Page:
Consider the animation above, of the Brightness Temperature Difference product (10.3 µm – 3.9 µm) centered on Colorado on the morning of Tuesday 7 May 2019. The surface observations show widespread IFR conditions, but because of widespread high clouds over the region, the brightness temperature difference shows little signal that is consistent with low clouds (blue or cyan in this enhancement). There isn’t much horizontal spatial correlation between observations of low ceilings/reduced visibility and the Brightness Temperature Difference product. When low clouds are overlain by high clouds, don’t expect a satellite detection of low clouds to work. Note also how the Brightness Temperature Difference field loses its signal as the sun rises and a general increase in the amount of reflected solar shortwave (3.9 µm) infrared radiation increases.
GOES-R IFR Probability includes near-surface information that is useful, especially when mid-level or high clouds obscure the satellite view of low clouds. Rapid Refresh estimates of near-surface saturation are used to gauge the probability of IFR conditions. In the case on 7 May 2019, that information allowed GOES-R IFR Probability to approximate exactly where the lowest ceilings and more reduced visibilities were. There is therefore a much better spatial correlation between the location of surface observations showing IFR conditions, and the IFR Probability field. This has a tacit implication on how well the Rapid Refresh Model is simulating the evolution of the atmosphere. Note also that in contrast to the Brightness Temperature Difference field, a consistent signal is maintained through sunrise.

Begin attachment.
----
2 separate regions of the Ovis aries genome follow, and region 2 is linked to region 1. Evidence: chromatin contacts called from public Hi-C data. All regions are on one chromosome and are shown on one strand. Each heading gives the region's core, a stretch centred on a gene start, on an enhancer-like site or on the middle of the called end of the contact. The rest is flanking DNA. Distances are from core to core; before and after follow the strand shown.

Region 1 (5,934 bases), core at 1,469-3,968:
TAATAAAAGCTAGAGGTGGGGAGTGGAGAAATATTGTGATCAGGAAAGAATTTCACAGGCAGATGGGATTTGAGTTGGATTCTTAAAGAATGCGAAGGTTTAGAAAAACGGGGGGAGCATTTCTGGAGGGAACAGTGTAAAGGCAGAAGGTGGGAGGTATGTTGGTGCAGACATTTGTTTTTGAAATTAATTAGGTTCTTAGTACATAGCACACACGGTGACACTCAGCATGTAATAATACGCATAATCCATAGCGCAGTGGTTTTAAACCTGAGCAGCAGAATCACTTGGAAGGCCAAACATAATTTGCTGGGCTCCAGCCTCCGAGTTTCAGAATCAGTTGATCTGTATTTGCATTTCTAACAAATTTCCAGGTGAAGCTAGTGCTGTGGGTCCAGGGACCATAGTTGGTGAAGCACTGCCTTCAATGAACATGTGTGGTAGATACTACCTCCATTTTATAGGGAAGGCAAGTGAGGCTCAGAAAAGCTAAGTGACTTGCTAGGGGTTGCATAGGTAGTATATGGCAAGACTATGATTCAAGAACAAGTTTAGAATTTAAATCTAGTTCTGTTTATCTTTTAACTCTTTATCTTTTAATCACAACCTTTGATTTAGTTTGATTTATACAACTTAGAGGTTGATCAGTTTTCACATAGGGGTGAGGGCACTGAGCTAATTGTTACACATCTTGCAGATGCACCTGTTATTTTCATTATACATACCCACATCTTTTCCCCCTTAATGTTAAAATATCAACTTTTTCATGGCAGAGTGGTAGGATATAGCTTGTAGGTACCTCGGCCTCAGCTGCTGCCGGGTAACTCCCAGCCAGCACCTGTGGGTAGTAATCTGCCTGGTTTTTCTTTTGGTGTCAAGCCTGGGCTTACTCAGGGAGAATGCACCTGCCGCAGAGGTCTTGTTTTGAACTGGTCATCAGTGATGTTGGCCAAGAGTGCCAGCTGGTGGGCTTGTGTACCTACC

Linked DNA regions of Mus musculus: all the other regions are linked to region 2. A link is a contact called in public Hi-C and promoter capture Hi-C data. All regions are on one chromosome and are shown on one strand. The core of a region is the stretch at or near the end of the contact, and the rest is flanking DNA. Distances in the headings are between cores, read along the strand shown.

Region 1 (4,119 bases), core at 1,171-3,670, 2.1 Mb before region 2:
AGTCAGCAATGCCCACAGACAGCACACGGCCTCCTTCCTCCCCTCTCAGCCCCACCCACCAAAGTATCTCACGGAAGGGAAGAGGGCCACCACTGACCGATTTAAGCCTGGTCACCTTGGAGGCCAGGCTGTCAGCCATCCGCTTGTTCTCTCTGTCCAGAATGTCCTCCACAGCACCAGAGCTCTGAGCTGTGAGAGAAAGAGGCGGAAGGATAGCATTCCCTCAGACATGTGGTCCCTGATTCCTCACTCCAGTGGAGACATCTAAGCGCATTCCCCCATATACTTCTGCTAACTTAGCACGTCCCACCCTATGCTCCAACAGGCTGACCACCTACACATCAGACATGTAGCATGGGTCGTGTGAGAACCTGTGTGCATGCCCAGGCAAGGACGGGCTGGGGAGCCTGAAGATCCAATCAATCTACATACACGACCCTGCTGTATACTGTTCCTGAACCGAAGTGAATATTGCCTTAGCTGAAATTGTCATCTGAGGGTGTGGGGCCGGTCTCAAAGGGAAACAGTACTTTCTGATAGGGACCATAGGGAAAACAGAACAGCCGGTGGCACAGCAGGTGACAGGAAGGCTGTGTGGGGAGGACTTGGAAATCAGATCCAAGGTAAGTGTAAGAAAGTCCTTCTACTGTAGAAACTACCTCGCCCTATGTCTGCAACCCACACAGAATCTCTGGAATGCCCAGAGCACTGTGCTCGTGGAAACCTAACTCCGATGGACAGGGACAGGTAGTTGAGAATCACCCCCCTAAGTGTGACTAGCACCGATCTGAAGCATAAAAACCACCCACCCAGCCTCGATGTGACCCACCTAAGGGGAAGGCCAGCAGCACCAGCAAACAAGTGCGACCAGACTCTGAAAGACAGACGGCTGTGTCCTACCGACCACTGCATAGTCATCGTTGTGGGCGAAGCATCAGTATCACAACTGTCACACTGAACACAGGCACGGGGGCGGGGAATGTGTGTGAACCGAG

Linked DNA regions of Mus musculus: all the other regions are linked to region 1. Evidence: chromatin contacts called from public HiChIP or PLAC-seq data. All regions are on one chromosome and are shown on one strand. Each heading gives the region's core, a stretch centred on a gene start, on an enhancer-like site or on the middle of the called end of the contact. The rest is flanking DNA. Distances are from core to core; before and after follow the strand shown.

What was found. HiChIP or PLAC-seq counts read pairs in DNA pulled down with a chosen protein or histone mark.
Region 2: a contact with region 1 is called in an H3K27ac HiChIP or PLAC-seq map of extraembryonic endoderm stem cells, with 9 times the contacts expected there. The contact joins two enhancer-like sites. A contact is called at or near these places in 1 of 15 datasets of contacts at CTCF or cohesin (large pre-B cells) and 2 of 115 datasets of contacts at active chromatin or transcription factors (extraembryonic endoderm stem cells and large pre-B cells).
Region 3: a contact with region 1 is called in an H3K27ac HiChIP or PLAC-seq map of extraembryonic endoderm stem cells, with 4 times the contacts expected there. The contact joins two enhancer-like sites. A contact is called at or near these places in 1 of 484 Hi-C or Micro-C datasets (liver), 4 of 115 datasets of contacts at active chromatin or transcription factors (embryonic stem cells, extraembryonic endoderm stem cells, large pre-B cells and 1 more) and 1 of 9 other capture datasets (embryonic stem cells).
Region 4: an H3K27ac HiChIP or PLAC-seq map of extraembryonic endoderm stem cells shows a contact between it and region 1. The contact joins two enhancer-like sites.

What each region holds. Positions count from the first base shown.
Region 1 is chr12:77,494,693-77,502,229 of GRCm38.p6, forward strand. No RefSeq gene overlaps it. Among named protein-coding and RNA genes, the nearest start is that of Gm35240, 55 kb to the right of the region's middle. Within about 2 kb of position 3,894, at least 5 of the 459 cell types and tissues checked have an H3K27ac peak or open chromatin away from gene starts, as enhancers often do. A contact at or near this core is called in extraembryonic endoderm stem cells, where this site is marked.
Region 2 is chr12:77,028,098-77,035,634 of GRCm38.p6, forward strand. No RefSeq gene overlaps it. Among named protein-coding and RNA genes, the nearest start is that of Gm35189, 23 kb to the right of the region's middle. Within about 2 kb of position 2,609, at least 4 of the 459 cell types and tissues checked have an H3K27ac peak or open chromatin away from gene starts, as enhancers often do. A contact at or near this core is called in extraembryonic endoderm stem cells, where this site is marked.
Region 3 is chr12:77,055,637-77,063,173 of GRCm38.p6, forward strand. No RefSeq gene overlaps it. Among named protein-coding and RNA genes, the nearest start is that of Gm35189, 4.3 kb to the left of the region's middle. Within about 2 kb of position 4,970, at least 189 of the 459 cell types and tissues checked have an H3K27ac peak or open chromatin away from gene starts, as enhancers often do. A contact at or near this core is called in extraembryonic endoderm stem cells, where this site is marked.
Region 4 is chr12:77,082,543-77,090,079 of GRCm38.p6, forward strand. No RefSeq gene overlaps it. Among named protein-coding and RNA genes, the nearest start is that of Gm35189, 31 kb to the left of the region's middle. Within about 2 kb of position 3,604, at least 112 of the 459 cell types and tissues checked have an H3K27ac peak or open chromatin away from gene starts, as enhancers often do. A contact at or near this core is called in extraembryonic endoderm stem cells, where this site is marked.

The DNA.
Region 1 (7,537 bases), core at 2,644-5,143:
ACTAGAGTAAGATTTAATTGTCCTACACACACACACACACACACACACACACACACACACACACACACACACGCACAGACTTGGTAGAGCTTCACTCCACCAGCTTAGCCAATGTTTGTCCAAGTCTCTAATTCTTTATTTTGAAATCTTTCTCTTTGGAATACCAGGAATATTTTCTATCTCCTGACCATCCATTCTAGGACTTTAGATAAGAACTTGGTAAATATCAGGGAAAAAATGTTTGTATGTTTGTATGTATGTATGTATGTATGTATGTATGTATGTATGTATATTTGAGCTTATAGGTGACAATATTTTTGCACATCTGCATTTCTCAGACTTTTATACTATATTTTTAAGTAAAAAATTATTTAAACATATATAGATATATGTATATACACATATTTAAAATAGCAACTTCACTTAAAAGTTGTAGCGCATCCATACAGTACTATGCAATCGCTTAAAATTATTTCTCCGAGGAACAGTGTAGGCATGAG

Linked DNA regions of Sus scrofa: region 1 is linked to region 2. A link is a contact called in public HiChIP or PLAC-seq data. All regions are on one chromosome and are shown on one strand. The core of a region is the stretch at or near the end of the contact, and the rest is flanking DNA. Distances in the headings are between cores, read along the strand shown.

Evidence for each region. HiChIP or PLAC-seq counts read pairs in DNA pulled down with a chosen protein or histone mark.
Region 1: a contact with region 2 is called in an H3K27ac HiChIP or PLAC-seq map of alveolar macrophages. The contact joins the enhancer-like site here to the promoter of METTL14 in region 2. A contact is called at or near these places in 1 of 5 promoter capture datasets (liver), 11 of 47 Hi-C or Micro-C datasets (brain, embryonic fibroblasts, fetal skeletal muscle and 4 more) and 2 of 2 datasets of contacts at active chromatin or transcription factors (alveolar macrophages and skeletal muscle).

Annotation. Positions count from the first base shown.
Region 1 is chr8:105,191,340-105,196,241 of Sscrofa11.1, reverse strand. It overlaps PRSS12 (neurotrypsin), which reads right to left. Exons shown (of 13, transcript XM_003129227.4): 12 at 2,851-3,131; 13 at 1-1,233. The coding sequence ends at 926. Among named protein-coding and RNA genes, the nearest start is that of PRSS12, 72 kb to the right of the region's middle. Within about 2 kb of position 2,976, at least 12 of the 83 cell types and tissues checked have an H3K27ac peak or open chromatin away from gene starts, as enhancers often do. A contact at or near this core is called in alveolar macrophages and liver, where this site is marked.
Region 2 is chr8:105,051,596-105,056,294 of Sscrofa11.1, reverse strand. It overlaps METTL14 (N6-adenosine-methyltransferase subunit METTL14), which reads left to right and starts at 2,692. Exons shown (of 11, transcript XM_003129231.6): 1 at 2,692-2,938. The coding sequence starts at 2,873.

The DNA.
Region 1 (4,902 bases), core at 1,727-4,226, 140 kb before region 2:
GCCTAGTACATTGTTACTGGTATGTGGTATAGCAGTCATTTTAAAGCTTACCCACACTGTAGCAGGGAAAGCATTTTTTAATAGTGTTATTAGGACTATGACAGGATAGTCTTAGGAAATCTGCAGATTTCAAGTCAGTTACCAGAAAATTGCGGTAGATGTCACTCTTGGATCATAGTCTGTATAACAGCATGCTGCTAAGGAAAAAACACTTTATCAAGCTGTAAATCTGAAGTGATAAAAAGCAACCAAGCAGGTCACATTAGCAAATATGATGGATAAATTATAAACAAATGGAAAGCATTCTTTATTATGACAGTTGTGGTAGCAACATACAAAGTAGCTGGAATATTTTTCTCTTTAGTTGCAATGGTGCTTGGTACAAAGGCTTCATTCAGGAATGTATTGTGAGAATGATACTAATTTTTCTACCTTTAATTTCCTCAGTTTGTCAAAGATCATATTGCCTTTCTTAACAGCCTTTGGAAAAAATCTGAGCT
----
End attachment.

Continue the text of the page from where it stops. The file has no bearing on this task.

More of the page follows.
Because the NightTime Microphysics RGB relies on the Night Fog Brightness Temperature difference field, it rises or falls on fog detection on the shoulders of the Brightness Temperature Difference field. On this day, it fell. Click here for the Nighttime Microphysics RGB animation; the animation below toggles between the three fields — Night Fog Brightness Temperature Difference, Nighttime Microphysics RGB, and IFR Probability — at 1002 UTC on 7 May 2019.